Each party argues that Congress has directly spoken to the "in transit" issue and that the text of section 328 unambiguously supports its position. Thus the County argues that the EPA's construction is owed no deference, while the EPA asserts that none is necessary. The County contends that the language of subsection (a) (1) requires the Administrator "to control air pollution from Outer Continental Shelf sources," which it interprets to include marine vessels in transit, in the same manner as "if the source were located in the corresponding onshore area." 42 U.S.C. § 7627(a) (1). The EPA, on the other hand, maintains that the definition of OCS source in subsection (a) (4) (C) makes clear that marine vessels in transit are excluded. See id. Sec. 7627(a) (4) (C).

The County's position would be unassailable if vessels in transit were unambiguously included within the statutory meaning of "Outer Continental Shelf sources." Yet as the EPA points out, that phrase is defined in subsection (a) (4), which mentions vessels in only two contexts: "drill ship exploration" and

emissions from any vessel servicing or associated with an OCS source, including emissions while at the OCS source or en route to or from the OCS source within 25 miles of the OCS source, shall be considered direct emissions from the OCS source.

Id. Sec. 7627(a) (4) (C) (emphasis added). The definitional provision thus fails to make specific mention of vessels in transit. We do not find this silence to be dispositive; rather, we view the provision as ambiguous, at least insofar as the status of vessels in transit is concerned. The agency defines OCS source to include vessels only when they are:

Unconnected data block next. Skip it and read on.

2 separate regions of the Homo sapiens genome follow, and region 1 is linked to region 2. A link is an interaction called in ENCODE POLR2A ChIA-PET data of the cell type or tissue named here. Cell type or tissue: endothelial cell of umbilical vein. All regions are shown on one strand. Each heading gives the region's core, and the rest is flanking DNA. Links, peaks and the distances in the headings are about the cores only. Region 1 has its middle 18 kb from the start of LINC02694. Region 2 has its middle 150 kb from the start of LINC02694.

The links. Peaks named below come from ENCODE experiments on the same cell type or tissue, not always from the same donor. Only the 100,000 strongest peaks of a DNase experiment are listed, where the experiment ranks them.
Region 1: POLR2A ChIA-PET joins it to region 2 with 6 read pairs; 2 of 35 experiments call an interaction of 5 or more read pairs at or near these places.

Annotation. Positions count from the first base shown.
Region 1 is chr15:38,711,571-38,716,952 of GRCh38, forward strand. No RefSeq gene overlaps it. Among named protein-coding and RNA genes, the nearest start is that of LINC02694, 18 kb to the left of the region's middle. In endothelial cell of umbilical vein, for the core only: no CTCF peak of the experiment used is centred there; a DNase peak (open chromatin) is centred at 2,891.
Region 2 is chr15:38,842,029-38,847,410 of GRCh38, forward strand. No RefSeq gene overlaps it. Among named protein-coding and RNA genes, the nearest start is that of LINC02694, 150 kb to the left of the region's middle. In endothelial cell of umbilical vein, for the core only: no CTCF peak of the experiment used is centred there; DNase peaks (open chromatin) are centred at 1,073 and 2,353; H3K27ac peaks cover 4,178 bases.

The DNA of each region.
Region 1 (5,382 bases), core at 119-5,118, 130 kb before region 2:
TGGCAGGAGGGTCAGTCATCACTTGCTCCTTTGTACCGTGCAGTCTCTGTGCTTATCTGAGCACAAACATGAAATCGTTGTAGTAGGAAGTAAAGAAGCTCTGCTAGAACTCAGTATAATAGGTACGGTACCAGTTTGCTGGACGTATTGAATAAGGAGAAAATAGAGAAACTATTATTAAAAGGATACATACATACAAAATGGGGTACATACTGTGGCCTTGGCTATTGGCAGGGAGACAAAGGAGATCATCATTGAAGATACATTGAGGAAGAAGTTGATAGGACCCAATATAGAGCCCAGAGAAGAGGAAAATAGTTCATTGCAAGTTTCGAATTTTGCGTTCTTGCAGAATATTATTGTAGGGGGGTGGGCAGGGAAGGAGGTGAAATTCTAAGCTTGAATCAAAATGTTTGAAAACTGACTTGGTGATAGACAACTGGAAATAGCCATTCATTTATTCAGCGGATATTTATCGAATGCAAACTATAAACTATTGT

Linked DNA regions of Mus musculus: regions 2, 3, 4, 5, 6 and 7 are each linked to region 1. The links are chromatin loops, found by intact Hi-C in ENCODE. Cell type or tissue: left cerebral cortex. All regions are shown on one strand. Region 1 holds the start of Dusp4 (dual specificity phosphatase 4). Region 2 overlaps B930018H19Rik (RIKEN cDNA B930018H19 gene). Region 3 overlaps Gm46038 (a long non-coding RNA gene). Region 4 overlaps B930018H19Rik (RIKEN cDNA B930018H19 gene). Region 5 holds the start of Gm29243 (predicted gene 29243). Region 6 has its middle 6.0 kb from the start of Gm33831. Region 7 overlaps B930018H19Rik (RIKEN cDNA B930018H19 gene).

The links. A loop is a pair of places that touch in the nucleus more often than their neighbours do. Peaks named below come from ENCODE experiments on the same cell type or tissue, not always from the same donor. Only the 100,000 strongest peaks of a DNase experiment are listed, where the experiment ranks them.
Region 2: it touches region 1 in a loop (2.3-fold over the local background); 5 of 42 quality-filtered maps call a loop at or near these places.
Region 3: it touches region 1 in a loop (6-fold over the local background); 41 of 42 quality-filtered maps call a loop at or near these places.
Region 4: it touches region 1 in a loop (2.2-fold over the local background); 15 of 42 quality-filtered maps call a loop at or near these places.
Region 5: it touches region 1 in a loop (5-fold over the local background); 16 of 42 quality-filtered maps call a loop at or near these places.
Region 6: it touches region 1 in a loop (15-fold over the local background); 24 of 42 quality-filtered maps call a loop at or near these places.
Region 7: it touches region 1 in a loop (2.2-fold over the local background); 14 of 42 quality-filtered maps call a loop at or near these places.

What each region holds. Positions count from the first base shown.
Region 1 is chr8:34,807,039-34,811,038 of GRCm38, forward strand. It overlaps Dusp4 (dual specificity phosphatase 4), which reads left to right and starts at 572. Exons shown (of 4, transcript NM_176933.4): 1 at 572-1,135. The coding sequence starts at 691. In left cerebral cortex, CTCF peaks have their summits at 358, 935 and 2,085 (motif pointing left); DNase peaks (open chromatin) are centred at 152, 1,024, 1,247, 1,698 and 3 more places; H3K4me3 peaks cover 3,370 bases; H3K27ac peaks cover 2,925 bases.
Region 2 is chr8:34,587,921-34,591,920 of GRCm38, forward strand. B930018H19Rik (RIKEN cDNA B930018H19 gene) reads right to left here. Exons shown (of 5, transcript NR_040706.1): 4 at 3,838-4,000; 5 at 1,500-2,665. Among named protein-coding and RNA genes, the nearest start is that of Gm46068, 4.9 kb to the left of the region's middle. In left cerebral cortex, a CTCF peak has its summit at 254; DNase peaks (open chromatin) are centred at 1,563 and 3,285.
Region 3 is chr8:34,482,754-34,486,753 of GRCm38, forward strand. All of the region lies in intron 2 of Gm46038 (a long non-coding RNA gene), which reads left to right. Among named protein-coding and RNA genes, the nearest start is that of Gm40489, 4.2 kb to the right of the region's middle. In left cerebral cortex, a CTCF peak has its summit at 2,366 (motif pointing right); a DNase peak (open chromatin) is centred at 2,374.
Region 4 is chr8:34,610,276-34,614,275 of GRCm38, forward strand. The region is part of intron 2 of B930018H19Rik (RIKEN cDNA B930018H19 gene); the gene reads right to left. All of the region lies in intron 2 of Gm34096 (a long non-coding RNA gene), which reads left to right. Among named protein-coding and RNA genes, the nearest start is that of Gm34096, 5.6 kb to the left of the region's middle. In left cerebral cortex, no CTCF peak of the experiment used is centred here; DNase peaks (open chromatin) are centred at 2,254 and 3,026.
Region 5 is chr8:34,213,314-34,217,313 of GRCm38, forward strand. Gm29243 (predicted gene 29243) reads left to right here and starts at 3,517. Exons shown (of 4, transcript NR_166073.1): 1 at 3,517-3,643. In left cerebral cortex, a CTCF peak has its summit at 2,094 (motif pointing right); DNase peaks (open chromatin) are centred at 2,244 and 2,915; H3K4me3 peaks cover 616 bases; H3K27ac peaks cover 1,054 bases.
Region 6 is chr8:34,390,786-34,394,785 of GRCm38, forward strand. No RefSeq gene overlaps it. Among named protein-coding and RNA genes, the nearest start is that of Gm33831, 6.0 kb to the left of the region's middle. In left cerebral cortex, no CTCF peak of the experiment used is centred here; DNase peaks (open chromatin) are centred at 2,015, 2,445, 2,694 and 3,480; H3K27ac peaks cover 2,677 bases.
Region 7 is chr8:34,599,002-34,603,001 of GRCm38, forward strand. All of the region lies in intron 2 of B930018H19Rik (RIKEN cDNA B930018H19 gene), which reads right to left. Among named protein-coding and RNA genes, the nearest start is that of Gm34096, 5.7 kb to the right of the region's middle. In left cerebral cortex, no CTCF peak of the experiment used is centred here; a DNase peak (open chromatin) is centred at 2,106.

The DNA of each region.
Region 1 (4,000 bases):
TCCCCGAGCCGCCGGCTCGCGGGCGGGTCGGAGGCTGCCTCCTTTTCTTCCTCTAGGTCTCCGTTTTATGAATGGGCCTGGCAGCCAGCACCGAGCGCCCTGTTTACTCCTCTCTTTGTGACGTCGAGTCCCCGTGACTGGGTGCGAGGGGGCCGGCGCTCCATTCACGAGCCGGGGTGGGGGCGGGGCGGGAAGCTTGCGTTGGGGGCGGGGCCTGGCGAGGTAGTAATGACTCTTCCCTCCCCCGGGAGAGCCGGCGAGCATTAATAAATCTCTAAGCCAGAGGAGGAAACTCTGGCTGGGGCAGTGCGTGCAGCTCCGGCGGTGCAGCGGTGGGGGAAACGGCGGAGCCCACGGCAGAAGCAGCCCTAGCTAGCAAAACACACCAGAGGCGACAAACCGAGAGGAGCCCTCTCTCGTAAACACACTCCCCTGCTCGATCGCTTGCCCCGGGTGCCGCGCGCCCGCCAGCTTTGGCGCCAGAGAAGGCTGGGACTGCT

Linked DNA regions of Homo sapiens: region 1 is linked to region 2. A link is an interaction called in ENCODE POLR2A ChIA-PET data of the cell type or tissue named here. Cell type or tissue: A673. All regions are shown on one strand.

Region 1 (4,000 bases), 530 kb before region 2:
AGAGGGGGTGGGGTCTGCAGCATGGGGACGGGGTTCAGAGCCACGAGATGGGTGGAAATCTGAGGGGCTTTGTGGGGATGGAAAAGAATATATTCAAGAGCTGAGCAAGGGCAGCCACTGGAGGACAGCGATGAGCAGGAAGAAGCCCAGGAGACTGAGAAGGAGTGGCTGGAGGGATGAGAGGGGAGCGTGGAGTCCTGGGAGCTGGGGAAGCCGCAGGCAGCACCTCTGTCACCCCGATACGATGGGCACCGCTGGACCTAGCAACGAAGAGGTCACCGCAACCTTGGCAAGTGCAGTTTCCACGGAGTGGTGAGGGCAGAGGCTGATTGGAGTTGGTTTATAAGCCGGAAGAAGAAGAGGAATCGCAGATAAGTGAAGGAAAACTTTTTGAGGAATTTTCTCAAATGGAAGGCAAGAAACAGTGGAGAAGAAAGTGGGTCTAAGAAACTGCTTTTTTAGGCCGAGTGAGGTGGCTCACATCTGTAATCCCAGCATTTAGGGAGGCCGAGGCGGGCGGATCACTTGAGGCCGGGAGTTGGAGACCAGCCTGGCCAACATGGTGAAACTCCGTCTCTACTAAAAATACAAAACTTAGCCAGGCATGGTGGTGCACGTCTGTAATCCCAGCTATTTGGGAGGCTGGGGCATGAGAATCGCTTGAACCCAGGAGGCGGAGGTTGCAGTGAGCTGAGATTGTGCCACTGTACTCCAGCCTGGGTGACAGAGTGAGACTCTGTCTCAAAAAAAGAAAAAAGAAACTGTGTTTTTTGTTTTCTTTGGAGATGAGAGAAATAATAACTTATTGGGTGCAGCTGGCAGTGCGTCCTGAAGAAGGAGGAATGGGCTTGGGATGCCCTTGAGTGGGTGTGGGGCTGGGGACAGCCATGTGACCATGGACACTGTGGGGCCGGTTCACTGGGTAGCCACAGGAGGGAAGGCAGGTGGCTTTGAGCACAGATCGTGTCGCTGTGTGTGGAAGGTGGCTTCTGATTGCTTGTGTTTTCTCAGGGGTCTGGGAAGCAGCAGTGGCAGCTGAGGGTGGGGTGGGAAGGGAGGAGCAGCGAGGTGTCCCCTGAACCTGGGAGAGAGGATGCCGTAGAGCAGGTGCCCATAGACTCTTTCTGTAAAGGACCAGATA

(1) Permanently or temporarily attached to the seabed and erected thereon and used for the purpose of exploring, developing or producing resources therefrom, within the meaning of section 4(a) (1) of OCSLA (43 U.S.C. § 1331 et seq.); or

(2) Physically attached to an OCS facility, in which case only the stationary source aspects of the vessels will be regulated.

40 C.F.R. Sec. 55.2 (1993). We find this to be a permissible reading of the statute: As section 7627 merely mentions vessels "servicing or associated with" an OCS source to ensure their emissions are included with those of the parent OCS source (when the vessel is within 25 miles of the source, and is en route to or from the source), we find it was reasonable for the EPA to conclude that OCS sources did not include vessels that were merely traveling over the OCS. We therefore accord the agency's interpretation the deference that it is due under Chevron.